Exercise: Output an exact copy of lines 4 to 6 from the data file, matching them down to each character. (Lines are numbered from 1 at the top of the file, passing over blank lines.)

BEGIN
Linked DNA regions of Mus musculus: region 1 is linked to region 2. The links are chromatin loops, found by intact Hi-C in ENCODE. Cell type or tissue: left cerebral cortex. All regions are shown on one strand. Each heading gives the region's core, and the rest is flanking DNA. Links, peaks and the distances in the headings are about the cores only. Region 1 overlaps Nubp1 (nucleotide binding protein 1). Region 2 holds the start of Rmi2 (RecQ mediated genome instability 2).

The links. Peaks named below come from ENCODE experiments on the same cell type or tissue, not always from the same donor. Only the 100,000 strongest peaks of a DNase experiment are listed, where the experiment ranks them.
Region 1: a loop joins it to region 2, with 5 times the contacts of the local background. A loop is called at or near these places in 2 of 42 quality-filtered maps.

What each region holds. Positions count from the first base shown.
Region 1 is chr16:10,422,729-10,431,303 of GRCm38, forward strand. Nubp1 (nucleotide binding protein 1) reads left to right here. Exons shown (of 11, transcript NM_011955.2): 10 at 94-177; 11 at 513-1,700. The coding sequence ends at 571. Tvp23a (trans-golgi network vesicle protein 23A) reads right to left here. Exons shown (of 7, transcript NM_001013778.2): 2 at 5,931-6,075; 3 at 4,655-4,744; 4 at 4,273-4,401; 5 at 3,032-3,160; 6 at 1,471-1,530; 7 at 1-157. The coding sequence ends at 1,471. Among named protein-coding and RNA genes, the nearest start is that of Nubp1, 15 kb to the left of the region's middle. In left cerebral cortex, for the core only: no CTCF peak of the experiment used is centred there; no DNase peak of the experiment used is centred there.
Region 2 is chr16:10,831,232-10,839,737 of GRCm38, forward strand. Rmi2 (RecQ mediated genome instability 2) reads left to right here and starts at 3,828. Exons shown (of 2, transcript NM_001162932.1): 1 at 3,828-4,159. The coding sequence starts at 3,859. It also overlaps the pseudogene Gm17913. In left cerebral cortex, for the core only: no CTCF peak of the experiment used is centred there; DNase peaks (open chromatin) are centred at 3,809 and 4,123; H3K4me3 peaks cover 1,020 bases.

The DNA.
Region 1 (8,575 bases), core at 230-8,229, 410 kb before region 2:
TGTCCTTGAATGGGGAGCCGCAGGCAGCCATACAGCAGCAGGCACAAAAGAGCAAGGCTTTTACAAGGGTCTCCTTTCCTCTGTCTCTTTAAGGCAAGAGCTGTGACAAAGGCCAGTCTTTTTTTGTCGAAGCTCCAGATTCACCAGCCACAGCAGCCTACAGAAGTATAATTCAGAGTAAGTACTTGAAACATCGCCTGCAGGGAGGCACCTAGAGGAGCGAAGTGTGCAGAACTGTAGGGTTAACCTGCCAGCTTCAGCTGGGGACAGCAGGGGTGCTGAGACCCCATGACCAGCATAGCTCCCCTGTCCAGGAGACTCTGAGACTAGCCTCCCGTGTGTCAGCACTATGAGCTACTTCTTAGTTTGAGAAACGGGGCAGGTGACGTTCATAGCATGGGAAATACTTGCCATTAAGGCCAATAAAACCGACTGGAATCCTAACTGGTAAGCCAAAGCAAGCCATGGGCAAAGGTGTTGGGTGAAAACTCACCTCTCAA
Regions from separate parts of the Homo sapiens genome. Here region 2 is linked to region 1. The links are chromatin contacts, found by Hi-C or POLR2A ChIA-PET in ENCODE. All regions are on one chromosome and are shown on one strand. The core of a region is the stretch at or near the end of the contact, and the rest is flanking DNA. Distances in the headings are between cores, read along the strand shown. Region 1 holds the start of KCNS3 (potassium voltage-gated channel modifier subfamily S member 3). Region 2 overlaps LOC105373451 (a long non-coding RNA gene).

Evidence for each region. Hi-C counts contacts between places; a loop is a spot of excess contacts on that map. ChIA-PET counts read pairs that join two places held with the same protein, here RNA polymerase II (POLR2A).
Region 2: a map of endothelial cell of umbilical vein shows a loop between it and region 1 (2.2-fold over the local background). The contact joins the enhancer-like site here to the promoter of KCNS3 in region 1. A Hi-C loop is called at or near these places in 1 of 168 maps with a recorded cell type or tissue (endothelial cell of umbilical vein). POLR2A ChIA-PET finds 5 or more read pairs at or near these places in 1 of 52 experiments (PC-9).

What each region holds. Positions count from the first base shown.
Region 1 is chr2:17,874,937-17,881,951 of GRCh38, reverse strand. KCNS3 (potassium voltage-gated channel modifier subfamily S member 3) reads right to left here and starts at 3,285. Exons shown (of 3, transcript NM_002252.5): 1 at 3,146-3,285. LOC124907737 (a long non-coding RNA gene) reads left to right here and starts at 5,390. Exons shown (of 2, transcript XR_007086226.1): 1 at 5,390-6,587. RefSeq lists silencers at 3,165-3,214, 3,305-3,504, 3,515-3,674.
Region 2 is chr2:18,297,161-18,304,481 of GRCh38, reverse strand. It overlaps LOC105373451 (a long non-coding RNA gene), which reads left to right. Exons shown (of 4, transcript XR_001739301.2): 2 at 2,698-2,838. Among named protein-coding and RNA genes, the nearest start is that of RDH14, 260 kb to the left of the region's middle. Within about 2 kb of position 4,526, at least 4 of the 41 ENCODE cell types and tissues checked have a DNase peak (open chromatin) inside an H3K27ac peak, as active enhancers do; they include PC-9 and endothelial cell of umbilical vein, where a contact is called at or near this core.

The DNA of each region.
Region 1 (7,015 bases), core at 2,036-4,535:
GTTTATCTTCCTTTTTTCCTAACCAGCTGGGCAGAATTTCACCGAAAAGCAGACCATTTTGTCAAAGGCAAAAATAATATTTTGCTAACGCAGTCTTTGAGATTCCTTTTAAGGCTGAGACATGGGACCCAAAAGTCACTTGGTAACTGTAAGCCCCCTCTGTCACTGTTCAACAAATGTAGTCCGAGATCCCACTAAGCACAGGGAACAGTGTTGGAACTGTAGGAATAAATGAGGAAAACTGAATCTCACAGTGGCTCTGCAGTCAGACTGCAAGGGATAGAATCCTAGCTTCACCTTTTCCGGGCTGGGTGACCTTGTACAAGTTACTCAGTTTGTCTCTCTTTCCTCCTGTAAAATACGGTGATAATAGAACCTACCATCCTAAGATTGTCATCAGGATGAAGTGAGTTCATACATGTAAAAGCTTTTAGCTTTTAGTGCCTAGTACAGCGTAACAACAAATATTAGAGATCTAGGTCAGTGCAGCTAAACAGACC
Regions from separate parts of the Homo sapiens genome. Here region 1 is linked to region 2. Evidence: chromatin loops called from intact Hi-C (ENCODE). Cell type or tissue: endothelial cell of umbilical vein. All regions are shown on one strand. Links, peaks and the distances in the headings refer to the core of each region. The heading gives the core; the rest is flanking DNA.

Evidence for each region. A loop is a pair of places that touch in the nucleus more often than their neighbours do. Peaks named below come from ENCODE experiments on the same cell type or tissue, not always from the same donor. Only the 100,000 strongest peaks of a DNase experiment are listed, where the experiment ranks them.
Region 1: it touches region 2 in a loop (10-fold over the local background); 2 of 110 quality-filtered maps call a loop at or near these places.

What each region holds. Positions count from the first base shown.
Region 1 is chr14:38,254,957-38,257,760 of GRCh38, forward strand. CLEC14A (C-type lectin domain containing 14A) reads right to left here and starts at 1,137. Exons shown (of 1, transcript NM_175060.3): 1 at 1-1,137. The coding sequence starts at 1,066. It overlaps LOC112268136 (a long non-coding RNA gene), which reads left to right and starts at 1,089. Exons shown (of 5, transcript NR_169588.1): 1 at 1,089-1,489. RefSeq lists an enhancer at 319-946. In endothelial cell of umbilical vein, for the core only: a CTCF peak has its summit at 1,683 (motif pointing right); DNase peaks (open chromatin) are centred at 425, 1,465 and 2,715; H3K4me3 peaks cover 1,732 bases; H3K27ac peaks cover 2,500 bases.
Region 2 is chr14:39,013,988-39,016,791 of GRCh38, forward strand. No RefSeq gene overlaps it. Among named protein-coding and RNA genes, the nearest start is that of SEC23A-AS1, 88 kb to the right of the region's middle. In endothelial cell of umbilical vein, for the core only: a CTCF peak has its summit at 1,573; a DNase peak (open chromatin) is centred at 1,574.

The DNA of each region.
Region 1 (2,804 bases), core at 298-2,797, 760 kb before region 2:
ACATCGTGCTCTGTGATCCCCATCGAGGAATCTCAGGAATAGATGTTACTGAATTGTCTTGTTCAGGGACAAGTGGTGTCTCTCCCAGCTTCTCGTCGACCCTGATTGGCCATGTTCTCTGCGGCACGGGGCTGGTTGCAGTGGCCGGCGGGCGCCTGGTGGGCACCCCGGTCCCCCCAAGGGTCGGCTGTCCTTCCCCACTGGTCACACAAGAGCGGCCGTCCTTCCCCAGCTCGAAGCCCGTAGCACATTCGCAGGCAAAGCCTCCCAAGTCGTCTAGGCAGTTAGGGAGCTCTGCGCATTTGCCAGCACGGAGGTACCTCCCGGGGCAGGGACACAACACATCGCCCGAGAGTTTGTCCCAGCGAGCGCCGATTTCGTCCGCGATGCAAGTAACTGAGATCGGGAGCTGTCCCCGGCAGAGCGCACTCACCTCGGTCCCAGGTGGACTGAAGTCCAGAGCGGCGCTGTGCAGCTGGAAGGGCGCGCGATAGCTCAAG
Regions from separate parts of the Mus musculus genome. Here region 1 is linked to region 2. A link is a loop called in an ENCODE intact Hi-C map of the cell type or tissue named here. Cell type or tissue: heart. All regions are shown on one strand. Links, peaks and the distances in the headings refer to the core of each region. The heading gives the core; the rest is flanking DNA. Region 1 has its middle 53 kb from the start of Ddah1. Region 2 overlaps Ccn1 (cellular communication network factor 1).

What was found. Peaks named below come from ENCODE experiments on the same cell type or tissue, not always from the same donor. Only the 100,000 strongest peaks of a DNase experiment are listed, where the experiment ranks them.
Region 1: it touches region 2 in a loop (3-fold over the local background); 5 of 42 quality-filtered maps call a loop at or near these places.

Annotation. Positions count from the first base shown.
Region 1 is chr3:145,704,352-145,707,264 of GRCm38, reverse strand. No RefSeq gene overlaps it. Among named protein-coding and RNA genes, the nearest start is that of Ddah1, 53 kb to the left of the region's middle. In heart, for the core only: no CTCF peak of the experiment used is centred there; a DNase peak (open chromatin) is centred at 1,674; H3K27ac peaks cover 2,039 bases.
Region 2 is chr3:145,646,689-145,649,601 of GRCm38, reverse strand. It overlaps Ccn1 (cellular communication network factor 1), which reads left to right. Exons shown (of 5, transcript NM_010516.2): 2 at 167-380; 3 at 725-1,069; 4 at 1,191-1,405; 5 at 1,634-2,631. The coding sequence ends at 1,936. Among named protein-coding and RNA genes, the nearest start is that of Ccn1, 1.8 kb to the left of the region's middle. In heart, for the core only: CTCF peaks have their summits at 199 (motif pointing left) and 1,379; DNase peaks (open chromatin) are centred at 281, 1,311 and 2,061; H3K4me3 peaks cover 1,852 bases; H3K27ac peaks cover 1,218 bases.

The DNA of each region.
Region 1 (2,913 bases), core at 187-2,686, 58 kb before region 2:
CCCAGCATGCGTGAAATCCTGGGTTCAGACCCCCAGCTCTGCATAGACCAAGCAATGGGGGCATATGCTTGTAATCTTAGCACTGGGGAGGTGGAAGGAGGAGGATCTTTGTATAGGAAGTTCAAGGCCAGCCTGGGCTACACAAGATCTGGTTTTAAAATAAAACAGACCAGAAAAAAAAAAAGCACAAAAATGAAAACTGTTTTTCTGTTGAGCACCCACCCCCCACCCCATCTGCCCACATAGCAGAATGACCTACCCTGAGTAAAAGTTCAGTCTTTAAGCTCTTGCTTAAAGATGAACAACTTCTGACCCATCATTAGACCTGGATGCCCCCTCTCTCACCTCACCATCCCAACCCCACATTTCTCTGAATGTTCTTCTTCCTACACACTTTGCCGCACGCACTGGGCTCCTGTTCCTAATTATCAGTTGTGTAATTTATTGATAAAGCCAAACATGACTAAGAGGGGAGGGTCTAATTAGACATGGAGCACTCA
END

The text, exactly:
What each region holds. Positions count from the first base shown.
Region 1 is chr16:10,422,729-10,431,303 of GRCm38, forward strand. Nubp1 (nucleotide binding protein 1) reads left to right here. Exons shown (of 11, transcript NM_011955.2): 10 at 94-177; 11 at 513-1,700. The coding sequence ends at 571. Tvp23a (trans-golgi network vesicle protein 23A) reads right to left here. Exons shown (of 7, transcript NM_001013778.2): 2 at 5,931-6,075; 3 at 4,655-4,744; 4 at 4,273-4,401; 5 at 3,032-3,160; 6 at 1,471-1,530; 7 at 1-157. The coding sequence ends at 1,471. Among named protein-coding and RNA genes, the nearest start is that of Nubp1, 15 kb to the left of the region's middle. In left cerebral cortex, for the core only: no CTCF peak of the experiment used is centred there; no DNase peak of the experiment used is centred there.
Region 2 is chr16:10,831,232-10,839,737 of GRCm38, forward strand. Rmi2 (RecQ mediated genome instability 2) reads left to right here and starts at 3,828. Exons shown (of 2, transcript NM_001162932.1): 1 at 3,828-4,159. The coding sequence starts at 3,859. It also overlaps the pseudogene Gm17913. In left cerebral cortex, for the core only: no CTCF peak of the experiment used is centred there; DNase peaks (open chromatin) are centred at 3,809 and 4,123; H3K4me3 peaks cover 1,020 bases.